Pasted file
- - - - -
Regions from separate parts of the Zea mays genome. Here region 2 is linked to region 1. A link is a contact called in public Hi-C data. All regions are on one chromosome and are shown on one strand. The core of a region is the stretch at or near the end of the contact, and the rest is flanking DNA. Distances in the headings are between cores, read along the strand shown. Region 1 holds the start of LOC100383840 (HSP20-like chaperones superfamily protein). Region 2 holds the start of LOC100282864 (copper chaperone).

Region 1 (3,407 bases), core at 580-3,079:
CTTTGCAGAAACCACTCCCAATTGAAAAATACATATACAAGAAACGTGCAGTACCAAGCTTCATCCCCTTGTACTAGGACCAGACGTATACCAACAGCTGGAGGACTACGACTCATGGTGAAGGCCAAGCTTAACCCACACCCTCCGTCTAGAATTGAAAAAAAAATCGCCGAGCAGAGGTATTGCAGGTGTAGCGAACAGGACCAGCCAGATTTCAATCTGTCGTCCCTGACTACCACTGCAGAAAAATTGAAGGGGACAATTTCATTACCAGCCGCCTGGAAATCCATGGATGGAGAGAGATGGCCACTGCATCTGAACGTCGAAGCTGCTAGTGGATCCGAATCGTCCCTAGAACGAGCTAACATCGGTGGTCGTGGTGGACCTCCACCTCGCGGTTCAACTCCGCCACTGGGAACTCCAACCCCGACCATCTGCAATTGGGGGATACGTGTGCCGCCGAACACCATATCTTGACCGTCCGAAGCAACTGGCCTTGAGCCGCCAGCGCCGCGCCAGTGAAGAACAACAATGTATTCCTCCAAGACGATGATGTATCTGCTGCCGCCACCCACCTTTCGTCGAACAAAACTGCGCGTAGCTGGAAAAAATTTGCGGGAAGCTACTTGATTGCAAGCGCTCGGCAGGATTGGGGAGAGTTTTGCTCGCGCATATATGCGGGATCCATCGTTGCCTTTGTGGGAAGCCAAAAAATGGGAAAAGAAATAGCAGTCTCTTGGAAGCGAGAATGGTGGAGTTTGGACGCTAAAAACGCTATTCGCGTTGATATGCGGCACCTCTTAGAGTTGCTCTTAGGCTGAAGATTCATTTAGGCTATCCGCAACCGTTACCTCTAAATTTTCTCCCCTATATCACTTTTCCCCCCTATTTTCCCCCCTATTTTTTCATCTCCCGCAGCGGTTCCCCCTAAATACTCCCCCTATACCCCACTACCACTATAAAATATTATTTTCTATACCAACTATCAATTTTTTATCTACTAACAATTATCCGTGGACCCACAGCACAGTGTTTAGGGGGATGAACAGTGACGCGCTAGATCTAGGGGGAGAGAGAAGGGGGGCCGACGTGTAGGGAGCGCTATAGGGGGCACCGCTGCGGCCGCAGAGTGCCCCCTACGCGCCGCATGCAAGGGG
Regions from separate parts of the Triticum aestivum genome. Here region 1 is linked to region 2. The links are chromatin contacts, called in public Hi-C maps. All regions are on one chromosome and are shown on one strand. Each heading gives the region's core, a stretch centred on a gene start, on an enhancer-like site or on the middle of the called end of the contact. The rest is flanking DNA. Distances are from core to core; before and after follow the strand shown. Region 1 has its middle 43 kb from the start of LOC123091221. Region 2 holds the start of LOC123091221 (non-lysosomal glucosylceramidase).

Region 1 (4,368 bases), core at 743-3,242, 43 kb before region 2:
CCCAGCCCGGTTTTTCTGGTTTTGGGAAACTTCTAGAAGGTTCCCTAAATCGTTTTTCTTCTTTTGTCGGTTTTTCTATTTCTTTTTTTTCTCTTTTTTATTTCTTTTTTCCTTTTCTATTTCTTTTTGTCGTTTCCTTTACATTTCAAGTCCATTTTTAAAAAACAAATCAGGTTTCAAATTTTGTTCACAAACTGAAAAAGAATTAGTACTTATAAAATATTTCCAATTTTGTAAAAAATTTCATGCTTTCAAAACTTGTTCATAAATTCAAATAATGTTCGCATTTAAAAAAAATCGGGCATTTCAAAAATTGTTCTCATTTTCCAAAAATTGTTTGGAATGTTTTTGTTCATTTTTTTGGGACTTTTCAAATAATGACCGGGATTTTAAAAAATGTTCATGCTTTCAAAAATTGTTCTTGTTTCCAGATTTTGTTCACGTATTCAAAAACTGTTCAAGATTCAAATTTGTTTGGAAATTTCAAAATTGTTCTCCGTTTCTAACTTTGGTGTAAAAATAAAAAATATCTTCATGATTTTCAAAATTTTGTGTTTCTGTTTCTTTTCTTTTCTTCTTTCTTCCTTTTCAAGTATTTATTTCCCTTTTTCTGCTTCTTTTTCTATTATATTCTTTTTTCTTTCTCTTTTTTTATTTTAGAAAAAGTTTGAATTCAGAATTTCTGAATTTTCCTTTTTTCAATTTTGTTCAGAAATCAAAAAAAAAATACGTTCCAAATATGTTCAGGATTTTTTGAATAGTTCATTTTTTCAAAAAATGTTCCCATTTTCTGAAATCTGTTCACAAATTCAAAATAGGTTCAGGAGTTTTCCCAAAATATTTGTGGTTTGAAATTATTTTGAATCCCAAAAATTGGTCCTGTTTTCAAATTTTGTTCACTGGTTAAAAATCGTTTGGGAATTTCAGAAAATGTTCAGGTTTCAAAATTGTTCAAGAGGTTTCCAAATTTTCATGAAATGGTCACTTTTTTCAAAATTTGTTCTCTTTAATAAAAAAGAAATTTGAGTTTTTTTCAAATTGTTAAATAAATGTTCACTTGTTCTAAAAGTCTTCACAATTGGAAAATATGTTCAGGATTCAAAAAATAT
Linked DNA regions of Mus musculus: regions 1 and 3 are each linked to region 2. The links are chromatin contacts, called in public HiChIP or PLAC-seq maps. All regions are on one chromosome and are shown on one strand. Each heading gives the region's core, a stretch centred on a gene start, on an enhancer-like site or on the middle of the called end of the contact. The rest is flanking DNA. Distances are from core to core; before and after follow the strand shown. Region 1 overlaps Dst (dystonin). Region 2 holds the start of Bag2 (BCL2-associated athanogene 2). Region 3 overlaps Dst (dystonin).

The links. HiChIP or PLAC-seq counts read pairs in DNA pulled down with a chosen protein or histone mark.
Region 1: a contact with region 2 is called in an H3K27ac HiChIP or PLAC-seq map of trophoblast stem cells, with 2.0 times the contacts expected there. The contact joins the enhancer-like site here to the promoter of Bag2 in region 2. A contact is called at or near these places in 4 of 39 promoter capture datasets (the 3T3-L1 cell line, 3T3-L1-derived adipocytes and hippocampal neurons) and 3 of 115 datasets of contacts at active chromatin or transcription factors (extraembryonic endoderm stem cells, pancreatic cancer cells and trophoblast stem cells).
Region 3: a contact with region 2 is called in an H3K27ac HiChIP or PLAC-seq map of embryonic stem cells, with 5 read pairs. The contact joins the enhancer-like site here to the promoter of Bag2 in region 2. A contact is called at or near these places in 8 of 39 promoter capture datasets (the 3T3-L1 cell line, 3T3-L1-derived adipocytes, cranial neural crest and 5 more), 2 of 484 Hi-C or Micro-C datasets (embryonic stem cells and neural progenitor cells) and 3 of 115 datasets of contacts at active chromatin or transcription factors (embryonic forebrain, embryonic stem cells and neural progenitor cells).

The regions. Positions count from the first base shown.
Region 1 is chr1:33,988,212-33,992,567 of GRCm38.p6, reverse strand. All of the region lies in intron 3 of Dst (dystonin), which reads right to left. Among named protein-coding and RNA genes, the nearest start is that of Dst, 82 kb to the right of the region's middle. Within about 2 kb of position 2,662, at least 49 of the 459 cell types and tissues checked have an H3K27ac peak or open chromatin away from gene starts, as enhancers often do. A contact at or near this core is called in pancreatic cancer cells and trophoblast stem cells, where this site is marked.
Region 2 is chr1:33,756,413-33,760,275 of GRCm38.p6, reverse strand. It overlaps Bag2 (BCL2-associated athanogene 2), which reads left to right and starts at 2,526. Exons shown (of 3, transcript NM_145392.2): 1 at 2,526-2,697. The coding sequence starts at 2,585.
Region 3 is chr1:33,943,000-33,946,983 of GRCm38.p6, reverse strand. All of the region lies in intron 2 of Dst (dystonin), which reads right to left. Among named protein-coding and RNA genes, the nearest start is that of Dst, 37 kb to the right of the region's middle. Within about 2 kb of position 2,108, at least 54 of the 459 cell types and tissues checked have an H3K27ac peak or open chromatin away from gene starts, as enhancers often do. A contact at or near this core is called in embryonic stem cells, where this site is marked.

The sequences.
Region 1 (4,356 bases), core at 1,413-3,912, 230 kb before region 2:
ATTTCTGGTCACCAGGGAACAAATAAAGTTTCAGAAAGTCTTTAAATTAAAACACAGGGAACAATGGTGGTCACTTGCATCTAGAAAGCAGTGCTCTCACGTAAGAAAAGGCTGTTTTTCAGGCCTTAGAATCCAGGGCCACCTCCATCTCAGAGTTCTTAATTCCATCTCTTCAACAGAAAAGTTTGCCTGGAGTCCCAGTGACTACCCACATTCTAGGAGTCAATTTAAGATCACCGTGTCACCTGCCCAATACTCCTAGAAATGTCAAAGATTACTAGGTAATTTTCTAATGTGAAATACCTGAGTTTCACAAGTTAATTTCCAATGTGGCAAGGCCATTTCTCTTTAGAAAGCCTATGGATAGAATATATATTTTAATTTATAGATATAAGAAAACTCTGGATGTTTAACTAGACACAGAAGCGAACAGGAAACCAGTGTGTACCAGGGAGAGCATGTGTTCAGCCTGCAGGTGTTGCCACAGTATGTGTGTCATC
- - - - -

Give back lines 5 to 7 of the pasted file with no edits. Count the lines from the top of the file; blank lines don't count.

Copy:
Region 1 (4,368 bases), core at 743-3,242, 43 kb before region 2:
CCCAGCCCGGTTTTTCTGGTTTTGGGAAACTTCTAGAAGGTTCCCTAAATCGTTTTTCTTCTTTTGTCGGTTTTTCTATTTCTTTTTTTTCTCTTTTTTATTTCTTTTTTCCTTTTCTATTTCTTTTTGTCGTTTCCTTTACATTTCAAGTCCATTTTTAAAAAACAAATCAGGTTTCAAATTTTGTTCACAAACTGAAAAAGAATTAGTACTTATAAAATATTTCCAATTTTGTAAAAAATTTCATGCTTTCAAAACTTGTTCATAAATTCAAATAATGTTCGCATTTAAAAAAAATCGGGCATTTCAAAAATTGTTCTCATTTTCCAAAAATTGTTTGGAATGTTTTTGTTCATTTTTTTGGGACTTTTCAAATAATGACCGGGATTTTAAAAAATGTTCATGCTTTCAAAAATTGTTCTTGTTTCCAGATTTTGTTCACGTATTCAAAAACTGTTCAAGATTCAAATTTGTTTGGAAATTTCAAAATTGTTCTCCGTTTCTAACTTTGGTGTAAAAATAAAAAATATCTTCATGATTTTCAAAATTTTGTGTTTCTGTTTCTTTTCTTTTCTTCTTTCTTCCTTTTCAAGTATTTATTTCCCTTTTTCTGCTTCTTTTTCTATTATATTCTTTTTTCTTTCTCTTTTTTTATTTTAGAAAAAGTTTGAATTCAGAATTTCTGAATTTTCCTTTTTTCAATTTTGTTCAGAAATCAAAAAAAAAATACGTTCCAAATATGTTCAGGATTTTTTGAATAGTTCATTTTTTCAAAAAATGTTCCCATTTTCTGAAATCTGTTCACAAATTCAAAATAGGTTCAGGAGTTTTCCCAAAATATTTGTGGTTTGAAATTATTTTGAATCCCAAAAATTGGTCCTGTTTTCAAATTTTGTTCACTGGTTAAAAATCGTTTGGGAATTTCAGAAAATGTTCAGGTTTCAAAATTGTTCAAGAGGTTTCCAAATTTTCATGAAATGGTCACTTTTTTCAAAATTTGTTCTCTTTAATAAAAAAGAAATTTGAGTTTTTTTCAAATTGTTAAATAAATGTTCACTTGTTCTAAAAGTCTTCACAATTGGAAAATATGTTCAGGATTCAAAAAATAT
Linked DNA regions of Mus musculus: regions 1 and 3 are each linked to region 2. The links are chromatin contacts, called in public HiChIP or PLAC-seq maps. All regions are on one chromosome and are shown on one strand. Each heading gives the region's core, a stretch centred on a gene start, on an enhancer-like site or on the middle of the called end of the contact. The rest is flanking DNA. Distances are from core to core; before and after follow the strand shown. Region 1 overlaps Dst (dystonin). Region 2 holds the start of Bag2 (BCL2-associated athanogene 2). Region 3 overlaps Dst (dystonin).